Because of the lack of national guidelines for oral cancer treatment, different centers may employ different treatments. A systematic collection of these treatments would be beneficial to patients in the decision of treatment. Therefore, clinicians should compile these data.

Anonymous Patient Answer

What causes oral squamous cell carcinoma?

Oral squamous cell carcinoma may arise from several factors, some hereditary, others environmentally and social. Smoking is the most commonly cited cause of oral cancer, although in our experience it is less important than other risk factors.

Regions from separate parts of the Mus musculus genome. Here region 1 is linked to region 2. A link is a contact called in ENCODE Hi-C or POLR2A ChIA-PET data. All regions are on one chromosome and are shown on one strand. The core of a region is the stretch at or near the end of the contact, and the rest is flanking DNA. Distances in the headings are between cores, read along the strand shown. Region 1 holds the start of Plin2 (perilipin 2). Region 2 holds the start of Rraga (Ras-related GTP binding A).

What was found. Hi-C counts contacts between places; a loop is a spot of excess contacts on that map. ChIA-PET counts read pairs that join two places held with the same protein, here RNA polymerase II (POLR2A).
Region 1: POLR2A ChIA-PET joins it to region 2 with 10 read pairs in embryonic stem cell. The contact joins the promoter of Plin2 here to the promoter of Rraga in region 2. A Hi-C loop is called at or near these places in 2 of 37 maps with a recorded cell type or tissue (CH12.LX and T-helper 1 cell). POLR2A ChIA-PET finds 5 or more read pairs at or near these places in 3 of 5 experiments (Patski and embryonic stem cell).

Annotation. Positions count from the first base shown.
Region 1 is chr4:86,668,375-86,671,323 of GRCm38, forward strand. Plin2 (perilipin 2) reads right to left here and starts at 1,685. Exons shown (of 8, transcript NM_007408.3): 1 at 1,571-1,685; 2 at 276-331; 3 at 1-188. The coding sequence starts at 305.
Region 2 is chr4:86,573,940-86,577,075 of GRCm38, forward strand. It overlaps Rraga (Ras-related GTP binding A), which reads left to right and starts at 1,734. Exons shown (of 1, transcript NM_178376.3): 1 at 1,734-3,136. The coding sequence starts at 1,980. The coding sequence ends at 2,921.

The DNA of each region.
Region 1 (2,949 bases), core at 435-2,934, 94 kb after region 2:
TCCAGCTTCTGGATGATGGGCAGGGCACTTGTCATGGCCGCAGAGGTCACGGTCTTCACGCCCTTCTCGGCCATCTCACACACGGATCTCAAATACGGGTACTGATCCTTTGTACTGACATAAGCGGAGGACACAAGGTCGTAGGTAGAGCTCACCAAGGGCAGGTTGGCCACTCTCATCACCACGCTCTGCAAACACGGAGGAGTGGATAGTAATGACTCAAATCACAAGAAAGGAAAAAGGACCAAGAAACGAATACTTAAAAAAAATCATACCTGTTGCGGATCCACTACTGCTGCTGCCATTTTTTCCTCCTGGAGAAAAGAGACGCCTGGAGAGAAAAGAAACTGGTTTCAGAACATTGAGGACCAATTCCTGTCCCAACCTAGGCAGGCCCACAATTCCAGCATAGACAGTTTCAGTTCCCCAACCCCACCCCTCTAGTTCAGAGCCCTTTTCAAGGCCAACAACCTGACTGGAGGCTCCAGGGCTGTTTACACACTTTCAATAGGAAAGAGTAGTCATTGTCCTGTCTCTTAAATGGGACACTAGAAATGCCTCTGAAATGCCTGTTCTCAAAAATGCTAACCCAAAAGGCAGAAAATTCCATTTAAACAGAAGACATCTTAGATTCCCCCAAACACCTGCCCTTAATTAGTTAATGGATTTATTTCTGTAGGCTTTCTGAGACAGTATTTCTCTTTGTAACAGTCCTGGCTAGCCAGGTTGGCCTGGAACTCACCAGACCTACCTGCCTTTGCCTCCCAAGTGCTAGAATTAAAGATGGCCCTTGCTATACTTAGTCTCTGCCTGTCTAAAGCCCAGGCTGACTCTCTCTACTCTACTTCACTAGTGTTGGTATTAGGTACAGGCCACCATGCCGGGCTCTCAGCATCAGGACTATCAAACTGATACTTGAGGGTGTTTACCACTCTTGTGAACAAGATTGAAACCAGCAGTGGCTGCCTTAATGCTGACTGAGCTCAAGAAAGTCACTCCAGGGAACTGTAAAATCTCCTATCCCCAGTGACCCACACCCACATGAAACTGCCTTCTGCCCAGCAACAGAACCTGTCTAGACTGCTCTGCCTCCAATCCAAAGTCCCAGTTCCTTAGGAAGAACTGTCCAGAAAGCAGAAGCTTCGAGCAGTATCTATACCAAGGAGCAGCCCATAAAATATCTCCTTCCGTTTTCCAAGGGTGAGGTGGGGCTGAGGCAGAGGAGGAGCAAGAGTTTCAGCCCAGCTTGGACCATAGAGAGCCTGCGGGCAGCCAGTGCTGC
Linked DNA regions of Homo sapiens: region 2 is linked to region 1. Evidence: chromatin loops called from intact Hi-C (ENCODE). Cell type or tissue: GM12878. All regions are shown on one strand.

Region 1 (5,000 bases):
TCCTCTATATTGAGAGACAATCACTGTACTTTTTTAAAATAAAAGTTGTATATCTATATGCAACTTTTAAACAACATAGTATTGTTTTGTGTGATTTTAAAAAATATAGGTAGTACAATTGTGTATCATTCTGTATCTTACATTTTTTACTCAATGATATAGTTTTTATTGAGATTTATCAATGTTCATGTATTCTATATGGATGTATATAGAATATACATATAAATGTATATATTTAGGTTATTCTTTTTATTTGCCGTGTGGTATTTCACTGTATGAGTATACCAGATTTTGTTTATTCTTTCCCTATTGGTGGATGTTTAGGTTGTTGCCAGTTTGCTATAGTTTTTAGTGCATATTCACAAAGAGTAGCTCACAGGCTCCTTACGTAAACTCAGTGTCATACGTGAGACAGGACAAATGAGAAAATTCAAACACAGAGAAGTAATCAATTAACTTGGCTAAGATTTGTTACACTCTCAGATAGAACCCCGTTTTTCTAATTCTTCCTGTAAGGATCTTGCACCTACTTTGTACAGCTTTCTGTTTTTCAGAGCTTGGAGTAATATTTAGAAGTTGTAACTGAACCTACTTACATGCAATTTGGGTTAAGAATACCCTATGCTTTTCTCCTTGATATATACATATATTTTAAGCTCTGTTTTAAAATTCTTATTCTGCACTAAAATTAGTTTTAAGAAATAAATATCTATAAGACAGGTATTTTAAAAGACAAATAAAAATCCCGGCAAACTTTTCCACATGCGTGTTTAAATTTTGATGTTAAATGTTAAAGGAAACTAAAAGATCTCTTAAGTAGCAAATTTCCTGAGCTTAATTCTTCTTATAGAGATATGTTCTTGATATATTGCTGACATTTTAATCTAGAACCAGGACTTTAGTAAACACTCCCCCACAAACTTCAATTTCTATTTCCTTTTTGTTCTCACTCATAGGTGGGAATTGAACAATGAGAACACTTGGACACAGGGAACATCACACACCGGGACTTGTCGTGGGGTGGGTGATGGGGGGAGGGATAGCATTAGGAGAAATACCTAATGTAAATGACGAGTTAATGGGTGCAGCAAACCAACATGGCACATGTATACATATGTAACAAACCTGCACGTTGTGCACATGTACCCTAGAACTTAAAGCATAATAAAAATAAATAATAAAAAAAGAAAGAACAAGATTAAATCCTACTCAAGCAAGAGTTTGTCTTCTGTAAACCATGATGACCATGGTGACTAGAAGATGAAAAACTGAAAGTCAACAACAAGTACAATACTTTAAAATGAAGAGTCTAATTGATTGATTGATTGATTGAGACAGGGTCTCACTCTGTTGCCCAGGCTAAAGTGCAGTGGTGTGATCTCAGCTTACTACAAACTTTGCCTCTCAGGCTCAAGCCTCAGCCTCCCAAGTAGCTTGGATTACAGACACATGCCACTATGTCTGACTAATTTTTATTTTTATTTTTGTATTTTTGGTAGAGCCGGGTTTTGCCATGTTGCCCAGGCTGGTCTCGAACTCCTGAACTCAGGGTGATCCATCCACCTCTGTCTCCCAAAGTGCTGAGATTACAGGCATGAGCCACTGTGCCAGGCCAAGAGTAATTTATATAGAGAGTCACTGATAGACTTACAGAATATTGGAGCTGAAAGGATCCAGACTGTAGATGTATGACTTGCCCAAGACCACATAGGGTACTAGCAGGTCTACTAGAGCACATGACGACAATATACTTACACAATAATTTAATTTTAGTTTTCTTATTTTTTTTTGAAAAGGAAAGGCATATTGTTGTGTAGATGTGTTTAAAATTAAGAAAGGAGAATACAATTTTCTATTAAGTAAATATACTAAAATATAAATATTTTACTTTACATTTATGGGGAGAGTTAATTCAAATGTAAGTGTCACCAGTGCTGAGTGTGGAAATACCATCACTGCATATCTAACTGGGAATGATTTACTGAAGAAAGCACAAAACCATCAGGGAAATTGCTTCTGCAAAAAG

Anonymous Patient Answer

What are the chances of developing oral squamous cell carcinoma?

Overall, 3.4% of patients in this study had oral SCC at the time of diagnosis of OLP. The occurrence of OSCC was significantly increased in the patients with multiple other comorbidities and smoking and alcohol consumption. We believe that routine use of a thorough oral examination is warranted in patients with multiple comorbidities, smokers, regular alcohol consumers, and those with early stages of OLP.

Anonymous Patient Answer

Does nbtxr3 improve quality of life for those with oral squamous cell carcinoma?

Although this study found NBTXR3 to be well tolerated and associated with significant improvements in QoL for patients with OSCC, larger trials are needed to determine the overall effect on cancer survival.

Anonymous Patient Answer

What is the primary cause of oral squamous cell carcinoma?